Thursday, 10 November 2011

What would you do?

Imagine you've been invited to a dinner-party by a close friend. At the last minute you find out that one of the other guests is, let's say, Karen, a prominent member of the Committee on Climate Change (CCC).

Suppose you are highly sceptical of climate change, viewing the CCC as an immoral propaganda machine and by implication its employees including Karen are politically immoral. What would you do? Would you:-

Call your host and explain why you can’t go.

Go to the dinner-party and try to involve Karen in some kind of dialogue.

Go to the dinner party and tell Karen what you think of the CCC.

Go to the dinner party and ignore Karen as far as possible.

It’s a problem isn’t it? What do we do when political immorality is so widespread?

There was a time when immorality was contained by ostracizing those who flouted the moral conventions of their class. One would not invite certain people into the family home, speak to them or even acknowledge them except possibly in the coldest, most distant way. Everyone knew what was going on too – and why the ostracism had happened.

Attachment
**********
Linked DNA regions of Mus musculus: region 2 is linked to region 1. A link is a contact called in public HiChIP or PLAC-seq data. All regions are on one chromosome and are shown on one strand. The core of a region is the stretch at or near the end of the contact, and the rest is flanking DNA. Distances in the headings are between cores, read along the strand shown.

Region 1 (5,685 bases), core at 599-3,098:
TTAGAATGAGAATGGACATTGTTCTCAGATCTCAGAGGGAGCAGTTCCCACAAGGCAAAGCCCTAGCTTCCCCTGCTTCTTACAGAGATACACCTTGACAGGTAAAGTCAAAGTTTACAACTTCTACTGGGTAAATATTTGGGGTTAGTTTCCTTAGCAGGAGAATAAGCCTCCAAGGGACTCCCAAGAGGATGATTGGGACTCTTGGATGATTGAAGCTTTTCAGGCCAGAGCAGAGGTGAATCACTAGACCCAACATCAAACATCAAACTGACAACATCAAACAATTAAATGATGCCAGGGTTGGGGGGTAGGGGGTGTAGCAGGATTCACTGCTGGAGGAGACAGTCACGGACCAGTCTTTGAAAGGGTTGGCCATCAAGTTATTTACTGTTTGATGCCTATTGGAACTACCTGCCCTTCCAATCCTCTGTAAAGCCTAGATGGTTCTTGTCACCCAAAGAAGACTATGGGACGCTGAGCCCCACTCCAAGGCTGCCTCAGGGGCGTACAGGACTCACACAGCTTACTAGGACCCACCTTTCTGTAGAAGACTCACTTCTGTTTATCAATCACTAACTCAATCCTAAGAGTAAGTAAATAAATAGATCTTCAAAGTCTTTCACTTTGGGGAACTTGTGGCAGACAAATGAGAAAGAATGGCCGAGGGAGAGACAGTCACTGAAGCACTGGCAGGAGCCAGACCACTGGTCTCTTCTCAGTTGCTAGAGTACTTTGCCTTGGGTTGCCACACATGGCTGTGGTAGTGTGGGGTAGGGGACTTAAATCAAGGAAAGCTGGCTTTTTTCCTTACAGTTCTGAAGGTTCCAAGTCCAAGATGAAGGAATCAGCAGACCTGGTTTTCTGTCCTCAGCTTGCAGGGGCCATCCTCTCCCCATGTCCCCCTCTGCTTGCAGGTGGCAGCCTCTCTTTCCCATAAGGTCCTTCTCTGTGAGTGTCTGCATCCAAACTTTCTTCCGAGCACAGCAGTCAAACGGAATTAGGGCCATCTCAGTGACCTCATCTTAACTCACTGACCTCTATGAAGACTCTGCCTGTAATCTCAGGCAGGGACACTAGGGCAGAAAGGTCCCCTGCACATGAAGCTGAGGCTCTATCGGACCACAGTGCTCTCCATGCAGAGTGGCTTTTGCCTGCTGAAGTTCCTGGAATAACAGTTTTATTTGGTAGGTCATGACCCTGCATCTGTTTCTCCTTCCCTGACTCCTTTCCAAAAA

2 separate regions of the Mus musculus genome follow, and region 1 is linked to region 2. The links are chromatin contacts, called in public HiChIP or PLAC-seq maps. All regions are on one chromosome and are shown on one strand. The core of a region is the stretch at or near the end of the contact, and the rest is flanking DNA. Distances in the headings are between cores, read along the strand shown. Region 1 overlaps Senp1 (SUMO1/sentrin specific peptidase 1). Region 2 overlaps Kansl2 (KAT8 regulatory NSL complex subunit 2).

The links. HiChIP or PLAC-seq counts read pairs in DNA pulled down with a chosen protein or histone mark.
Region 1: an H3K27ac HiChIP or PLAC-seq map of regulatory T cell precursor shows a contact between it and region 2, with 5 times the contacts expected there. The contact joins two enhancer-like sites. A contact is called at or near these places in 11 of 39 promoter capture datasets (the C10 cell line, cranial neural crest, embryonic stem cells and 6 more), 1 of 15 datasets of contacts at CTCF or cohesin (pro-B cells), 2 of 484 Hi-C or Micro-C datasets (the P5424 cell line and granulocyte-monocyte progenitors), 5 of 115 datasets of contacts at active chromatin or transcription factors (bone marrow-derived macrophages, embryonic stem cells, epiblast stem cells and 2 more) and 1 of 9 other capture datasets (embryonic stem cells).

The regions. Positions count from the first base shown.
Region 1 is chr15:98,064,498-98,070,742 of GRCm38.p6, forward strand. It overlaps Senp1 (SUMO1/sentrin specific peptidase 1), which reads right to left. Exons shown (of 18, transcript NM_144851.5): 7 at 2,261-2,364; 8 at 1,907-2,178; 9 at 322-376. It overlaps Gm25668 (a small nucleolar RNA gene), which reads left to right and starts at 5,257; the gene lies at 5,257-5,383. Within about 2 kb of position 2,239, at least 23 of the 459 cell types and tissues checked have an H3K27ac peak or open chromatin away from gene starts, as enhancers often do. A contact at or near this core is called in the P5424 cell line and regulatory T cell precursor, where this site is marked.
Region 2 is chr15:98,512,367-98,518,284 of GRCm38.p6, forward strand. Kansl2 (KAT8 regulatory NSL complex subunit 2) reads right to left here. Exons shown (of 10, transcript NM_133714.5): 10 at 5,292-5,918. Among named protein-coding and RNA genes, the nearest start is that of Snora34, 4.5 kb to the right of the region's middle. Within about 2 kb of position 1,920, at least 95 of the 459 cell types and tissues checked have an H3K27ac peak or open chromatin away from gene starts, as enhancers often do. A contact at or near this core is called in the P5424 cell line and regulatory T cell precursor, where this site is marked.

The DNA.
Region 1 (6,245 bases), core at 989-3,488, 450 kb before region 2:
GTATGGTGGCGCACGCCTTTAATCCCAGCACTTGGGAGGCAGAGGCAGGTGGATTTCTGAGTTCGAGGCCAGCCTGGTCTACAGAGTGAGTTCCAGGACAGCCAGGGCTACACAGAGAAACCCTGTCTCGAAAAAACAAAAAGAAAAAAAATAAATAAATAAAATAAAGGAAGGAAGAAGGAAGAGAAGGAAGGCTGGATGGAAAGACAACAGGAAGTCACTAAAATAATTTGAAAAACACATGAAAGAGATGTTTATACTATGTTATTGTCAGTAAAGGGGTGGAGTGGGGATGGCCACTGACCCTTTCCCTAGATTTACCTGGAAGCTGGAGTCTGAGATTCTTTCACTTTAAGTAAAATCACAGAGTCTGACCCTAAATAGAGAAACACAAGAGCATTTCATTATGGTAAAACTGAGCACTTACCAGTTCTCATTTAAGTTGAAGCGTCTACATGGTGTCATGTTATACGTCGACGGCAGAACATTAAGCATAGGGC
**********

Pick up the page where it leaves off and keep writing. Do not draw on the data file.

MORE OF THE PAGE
What about today though? What if you are introduced to Sean – a person widely known to loaf away his time at the local council offices taking endless sickies from a well-paid job? Do you hold out the hand of casual friendship or do you accept the reality of political immorality? Do you draw lines in the moral sand and have nothing to do with him? If so, then do you tell him and why?

I freely admit that I’d have difficulty with these scenarios, but why? Because there is such a thing as political immorality and surely we should say so outside the blogosphere as well as inside?


Sam Vega said...

Interesting one. I suspect that the convention of ostracising certain people only worked when there was a consensus and firmly-drawn boundaries. Everyone knew who were the cads and bounders, and pressure was duly applied.

Lots of my associates would think Karen had a perfectly respectable job; and it would be very difficult to separate the truth from the envious gossip about Sean. It is a post-modern, post-certainty world that I live in...

I guess I would treat them as "associates", try to learn from them, and then - if my prejudices were confirmed - learn how thereafter to avoid them and their type, without making too much fuss.

Demetrius said...

I would go on about volcanoes and explain why I thought a big one was due that would freeze us all for decades at least.

James Higham said...

Go to the dinner party and tell Karen what you think of the CCC.

Not a problem at all. :)

A K Haart said...

SV - you solution is what mine would, but I'm not convinced it's right.

D - the old volcano ploy - you must read Stephen Potter.

JH - yes I think you would (:

James Higham said...

... in the nicest possible way of course.